Sales of both periodical comics and graphic novels through Diamond Comic Distributors continued to slide in June when compared with figures from 2010. Despite the “death” of Spider-Man in Ultimate Spider-Man
#160 and top three finishes from two “event” books, Marvel’s Fear Itself
and DC’s Flashpoint
, sales of periodical comics were down 4.62% from June of 2010, which was certainly not a blockbuster frame since it posted a mere 1% uptick over June of 2009.
Graphic novel sales in June were down 8.15% from 2010 but that number is a bit more understandable given the fact that June 2010 posted a 21% increase in GN sales over 2009 thanks to a strong lineup led by Batman Arkham Asylum Madness, Chew
Vol. 2, Hellboy
Vol. 10, Naruto
Vol. 48, and boasted no fewer than 40 titles that sold over 2,000 copies through DCD. The graphic novel numbers this June would have looked a lot worse if it hadn’t been for the latest volumes of The Walking Dead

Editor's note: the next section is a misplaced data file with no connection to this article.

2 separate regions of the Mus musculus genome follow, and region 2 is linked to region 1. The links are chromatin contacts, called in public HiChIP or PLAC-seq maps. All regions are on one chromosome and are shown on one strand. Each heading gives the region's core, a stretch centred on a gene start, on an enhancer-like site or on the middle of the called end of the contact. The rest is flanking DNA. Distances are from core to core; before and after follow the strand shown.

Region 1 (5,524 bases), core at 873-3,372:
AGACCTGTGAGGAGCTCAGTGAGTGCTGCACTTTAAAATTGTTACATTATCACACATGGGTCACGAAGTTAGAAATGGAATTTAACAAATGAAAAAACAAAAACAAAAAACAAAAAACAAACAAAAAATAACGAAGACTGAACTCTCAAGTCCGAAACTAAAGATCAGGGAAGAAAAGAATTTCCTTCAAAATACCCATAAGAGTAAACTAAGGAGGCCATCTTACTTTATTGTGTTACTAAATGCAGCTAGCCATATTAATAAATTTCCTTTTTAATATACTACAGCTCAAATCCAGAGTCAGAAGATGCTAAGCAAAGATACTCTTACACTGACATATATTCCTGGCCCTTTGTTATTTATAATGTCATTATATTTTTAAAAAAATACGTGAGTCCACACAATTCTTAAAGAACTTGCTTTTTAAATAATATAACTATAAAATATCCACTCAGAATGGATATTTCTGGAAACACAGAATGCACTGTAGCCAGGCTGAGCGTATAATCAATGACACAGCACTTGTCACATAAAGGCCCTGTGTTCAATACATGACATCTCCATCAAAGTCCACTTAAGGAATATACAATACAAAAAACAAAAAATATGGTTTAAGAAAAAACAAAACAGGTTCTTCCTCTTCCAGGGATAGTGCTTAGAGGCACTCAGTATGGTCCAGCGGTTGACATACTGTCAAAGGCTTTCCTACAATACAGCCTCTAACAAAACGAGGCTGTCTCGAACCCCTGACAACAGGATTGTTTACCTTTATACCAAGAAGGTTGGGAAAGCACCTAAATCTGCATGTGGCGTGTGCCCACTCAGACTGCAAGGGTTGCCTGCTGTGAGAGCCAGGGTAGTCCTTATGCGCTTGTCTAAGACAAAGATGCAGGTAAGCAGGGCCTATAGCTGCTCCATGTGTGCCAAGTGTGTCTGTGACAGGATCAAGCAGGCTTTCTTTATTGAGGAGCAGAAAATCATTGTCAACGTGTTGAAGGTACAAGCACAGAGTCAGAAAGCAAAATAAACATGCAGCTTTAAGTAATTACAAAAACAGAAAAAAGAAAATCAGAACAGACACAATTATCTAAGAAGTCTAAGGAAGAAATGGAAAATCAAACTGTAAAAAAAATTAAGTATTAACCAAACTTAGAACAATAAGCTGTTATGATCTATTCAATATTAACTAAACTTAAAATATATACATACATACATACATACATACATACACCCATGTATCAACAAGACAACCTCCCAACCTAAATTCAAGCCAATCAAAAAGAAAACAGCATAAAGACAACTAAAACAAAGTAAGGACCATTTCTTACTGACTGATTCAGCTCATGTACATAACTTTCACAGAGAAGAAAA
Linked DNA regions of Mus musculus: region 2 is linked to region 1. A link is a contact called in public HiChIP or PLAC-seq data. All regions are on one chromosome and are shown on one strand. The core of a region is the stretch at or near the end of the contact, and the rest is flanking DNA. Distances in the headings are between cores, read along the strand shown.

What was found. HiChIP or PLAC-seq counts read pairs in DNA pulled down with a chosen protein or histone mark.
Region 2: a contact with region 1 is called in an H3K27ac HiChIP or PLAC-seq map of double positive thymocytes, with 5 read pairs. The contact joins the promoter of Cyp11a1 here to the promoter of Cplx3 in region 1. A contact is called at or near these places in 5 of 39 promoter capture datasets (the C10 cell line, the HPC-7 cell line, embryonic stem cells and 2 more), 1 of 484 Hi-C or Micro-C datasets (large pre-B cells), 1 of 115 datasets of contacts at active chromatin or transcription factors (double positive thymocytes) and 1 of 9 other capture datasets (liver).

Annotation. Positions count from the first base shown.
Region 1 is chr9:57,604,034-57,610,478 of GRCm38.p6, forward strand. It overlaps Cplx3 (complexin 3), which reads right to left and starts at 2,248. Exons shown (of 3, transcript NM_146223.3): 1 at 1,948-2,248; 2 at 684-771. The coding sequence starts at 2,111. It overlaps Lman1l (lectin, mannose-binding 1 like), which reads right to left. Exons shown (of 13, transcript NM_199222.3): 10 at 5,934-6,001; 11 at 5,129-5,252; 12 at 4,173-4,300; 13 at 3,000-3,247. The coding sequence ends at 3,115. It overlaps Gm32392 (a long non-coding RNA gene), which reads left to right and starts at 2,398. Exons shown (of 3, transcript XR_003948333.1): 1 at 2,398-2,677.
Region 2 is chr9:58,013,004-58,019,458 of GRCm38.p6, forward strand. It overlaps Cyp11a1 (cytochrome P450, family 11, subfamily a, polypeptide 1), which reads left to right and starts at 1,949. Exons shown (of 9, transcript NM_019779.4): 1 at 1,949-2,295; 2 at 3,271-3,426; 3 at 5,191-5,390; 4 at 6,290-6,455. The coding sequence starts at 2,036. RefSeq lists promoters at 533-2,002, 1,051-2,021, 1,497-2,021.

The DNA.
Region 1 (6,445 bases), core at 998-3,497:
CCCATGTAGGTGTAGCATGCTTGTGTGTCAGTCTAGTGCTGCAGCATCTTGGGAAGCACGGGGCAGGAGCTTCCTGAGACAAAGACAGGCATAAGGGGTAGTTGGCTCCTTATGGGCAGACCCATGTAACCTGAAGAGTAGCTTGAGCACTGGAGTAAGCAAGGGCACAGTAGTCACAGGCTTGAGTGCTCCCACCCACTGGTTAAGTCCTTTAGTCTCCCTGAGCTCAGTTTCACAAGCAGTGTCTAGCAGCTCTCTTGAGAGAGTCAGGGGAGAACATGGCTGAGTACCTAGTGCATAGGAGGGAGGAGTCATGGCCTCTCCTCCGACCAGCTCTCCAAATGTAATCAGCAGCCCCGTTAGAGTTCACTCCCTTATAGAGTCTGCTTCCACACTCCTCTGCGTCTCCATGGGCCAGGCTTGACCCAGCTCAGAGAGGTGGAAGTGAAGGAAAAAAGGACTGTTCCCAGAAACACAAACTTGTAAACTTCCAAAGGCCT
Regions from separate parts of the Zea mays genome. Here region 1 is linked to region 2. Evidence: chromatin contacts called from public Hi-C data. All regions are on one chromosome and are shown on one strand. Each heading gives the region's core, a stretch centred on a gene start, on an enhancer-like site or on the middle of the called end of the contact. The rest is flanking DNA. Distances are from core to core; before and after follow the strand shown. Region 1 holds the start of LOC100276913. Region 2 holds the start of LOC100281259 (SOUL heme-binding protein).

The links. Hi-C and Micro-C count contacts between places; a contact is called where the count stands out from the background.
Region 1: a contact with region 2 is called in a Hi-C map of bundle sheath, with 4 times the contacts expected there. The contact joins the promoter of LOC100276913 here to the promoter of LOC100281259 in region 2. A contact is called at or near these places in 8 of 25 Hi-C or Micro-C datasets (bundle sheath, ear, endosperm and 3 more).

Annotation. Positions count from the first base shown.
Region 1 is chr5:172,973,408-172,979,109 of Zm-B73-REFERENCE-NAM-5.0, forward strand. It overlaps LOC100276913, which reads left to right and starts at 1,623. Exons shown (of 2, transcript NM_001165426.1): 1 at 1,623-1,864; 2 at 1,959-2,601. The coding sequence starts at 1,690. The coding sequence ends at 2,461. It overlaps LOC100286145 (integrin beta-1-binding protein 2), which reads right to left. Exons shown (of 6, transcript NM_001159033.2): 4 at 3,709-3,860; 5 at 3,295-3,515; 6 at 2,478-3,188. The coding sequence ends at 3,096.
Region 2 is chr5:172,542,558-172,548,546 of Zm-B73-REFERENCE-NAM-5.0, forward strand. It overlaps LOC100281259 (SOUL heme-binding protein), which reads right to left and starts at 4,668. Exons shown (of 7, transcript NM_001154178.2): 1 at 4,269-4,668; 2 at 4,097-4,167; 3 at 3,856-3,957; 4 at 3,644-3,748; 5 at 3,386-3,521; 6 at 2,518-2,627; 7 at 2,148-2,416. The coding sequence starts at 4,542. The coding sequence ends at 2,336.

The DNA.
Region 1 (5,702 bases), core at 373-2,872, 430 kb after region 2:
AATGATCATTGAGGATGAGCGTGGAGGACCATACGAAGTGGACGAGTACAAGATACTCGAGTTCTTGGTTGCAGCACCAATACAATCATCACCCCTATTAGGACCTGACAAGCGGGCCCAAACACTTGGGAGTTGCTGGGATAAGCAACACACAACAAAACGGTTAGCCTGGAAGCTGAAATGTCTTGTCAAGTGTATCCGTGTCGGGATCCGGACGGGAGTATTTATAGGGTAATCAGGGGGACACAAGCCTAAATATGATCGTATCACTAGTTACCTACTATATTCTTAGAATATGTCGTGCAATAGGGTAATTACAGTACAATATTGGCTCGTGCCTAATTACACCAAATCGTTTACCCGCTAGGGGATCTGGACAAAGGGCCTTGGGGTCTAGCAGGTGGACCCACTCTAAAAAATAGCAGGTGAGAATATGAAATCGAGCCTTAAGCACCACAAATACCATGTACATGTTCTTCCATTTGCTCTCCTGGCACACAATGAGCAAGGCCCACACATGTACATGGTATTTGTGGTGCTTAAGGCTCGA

from Image and Buffy the Vampire Slayer
from Dark Horse.
Combined comic and graphic novel sales were down 5.85% for June, which is slightly better than the full second quarter totals, which were down 6.31% versus Q2 of 2010, so there is some evidence that sales are trending in the right direction as the summer comic “events” kick into high gear leading up to this fall’s massive September changes in the DC Comics universe. For Q2 periodical comic sales were down 7.04% vs. 2010, which again demonstrates a slight improvement over the half-year numbers which show a 7.78% decline. Graphic novel sales were off 4.82% in Q2, which again marks an improvement over a year-to-date GN decline of 5.97% vs. 2010.
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Marvel Comics lost a few points of dollar marketshare, declining from 42.5% in May to 39.32% in June, while DC improved from 26.68% in May to 28.03% in June. Aided by The Walking Dead
, Image was a solid #3 with 5.85%. Dark Horse was next at #4 with a 5.28% dollar share followed by IDW with 3.76% and Dynamite with 3.49, though the positions of that trio would be exactly the reverse if the chart were based on units instead of dollars.